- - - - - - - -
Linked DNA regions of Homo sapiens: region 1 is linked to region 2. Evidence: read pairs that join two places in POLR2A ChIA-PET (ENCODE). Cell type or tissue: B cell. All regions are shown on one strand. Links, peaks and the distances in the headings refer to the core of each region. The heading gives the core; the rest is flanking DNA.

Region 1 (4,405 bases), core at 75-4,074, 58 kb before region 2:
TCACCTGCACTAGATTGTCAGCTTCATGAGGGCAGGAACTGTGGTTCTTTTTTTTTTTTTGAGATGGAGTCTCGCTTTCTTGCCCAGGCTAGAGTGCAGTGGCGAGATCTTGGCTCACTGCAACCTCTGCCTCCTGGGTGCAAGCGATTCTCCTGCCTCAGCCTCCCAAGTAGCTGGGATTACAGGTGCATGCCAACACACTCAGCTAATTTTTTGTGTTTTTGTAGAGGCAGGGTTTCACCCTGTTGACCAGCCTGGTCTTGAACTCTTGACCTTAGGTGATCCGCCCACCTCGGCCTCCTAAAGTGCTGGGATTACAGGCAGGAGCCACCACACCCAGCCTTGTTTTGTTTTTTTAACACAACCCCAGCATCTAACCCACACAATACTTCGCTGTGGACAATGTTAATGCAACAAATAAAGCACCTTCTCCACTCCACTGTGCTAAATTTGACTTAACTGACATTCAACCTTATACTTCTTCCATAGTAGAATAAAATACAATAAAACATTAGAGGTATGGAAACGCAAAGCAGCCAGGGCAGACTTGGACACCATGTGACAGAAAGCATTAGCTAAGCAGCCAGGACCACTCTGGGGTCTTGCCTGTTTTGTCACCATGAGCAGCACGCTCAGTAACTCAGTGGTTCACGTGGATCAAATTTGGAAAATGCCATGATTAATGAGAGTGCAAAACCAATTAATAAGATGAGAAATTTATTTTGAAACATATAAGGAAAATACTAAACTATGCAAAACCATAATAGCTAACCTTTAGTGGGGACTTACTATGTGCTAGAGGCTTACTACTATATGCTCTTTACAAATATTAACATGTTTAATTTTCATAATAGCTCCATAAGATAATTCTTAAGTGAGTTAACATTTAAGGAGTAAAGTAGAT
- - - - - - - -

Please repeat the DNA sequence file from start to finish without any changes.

Linked DNA regions of Homo sapiens: region 1 is linked to region 2. Evidence: read pairs that join two places in POLR2A ChIA-PET (ENCODE). Cell type or tissue: B cell. All regions are shown on one strand. Links, peaks and the distances in the headings refer to the core of each region. The heading gives the core; the rest is flanking DNA.

Region 1 (4,405 bases), core at 75-4,074, 58 kb before region 2:
TCACCTGCACTAGATTGTCAGCTTCATGAGGGCAGGAACTGTGGTTCTTTTTTTTTTTTTGAGATGGAGTCTCGCTTTCTTGCCCAGGCTAGAGTGCAGTGGCGAGATCTTGGCTCACTGCAACCTCTGCCTCCTGGGTGCAAGCGATTCTCCTGCCTCAGCCTCCCAAGTAGCTGGGATTACAGGTGCATGCCAACACACTCAGCTAATTTTTTGTGTTTTTGTAGAGGCAGGGTTTCACCCTGTTGACCAGCCTGGTCTTGAACTCTTGACCTTAGGTGATCCGCCCACCTCGGCCTCCTAAAGTGCTGGGATTACAGGCAGGAGCCACCACACCCAGCCTTGTTTTGTTTTTTTAACACAACCCCAGCATCTAACCCACACAATACTTCGCTGTGGACAATGTTAATGCAACAAATAAAGCACCTTCTCCACTCCACTGTGCTAAATTTGACTTAACTGACATTCAACCTTATACTTCTTCCATAGTAGAATAAAATACAATAAAACATTAGAGGTATGGAAACGCAAAGCAGCCAGGGCAGACTTGGACACCATGTGACAGAAAGCATTAGCTAAGCAGCCAGGACCACTCTGGGGTCTTGCCTGTTTTGTCACCATGAGCAGCACGCTCAGTAACTCAGTGGTTCACGTGGATCAAATTTGGAAAATGCCATGATTAATGAGAGTGCAAAACCAATTAATAAGATGAGAAATTTATTTTGAAACATATAAGGAAAATACTAAACTATGCAAAACCATAATAGCTAACCTTTAGTGGGGACTTACTATGTGCTAGAGGCTTACTACTATATGCTCTTTACAAATATTAACATGTTTAATTTTCATAATAGCTCCATAAGATAATTCTTAAGTGAGTTAACATTTAAGGAGTAAAGTAGAT